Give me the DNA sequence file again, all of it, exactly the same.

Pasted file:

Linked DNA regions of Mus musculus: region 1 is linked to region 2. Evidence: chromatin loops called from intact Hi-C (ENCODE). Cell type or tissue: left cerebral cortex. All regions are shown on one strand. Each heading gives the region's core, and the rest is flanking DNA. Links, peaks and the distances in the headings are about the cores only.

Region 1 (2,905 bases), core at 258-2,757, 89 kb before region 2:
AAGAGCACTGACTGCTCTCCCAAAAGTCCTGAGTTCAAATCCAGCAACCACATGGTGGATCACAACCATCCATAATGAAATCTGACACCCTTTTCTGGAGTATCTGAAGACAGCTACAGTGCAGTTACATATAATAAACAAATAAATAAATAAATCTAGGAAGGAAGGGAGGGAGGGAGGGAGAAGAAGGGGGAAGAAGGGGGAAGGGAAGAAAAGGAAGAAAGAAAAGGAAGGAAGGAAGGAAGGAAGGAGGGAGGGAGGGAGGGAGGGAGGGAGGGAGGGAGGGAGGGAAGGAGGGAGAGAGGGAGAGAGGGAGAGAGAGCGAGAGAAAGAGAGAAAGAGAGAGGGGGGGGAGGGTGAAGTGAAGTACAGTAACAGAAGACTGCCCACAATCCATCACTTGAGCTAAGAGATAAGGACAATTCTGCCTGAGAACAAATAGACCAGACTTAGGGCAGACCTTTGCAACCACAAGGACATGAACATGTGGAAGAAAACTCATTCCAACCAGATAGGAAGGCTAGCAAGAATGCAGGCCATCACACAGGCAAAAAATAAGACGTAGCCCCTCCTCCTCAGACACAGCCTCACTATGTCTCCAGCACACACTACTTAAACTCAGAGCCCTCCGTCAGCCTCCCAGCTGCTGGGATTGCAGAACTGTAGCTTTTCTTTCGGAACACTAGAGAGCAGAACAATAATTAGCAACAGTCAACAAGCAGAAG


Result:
Linked DNA regions of Mus musculus: region 1 is linked to region 2. Evidence: chromatin loops called from intact Hi-C (ENCODE). Cell type or tissue: left cerebral cortex. All regions are shown on one strand. Each heading gives the region's core, and the rest is flanking DNA. Links, peaks and the distances in the headings are about the cores only.

Region 1 (2,905 bases), core at 258-2,757, 89 kb before region 2:
AAGAGCACTGACTGCTCTCCCAAAAGTCCTGAGTTCAAATCCAGCAACCACATGGTGGATCACAACCATCCATAATGAAATCTGACACCCTTTTCTGGAGTATCTGAAGACAGCTACAGTGCAGTTACATATAATAAACAAATAAATAAATAAATCTAGGAAGGAAGGGAGGGAGGGAGGGAGAAGAAGGGGGAAGAAGGGGGAAGGGAAGAAAAGGAAGAAAGAAAAGGAAGGAAGGAAGGAAGGAAGGAGGGAGGGAGGGAGGGAGGGAGGGAGGGAGGGAGGGAGGGAAGGAGGGAGAGAGGGAGAGAGGGAGAGAGAGCGAGAGAAAGAGAGAAAGAGAGAGGGGGGGGAGGGTGAAGTGAAGTACAGTAACAGAAGACTGCCCACAATCCATCACTTGAGCTAAGAGATAAGGACAATTCTGCCTGAGAACAAATAGACCAGACTTAGGGCAGACCTTTGCAACCACAAGGACATGAACATGTGGAAGAAAACTCATTCCAACCAGATAGGAAGGCTAGCAAGAATGCAGGCCATCACACAGGCAAAAAATAAGACGTAGCCCCTCCTCCTCAGACACAGCCTCACTATGTCTCCAGCACACACTACTTAAACTCAGAGCCCTCCGTCAGCCTCCCAGCTGCTGGGATTGCAGAACTGTAGCTTTTCTTTCGGAACACTAGAGAGCAGAACAATAATTAGCAACAGTCAACAAGCAGAAG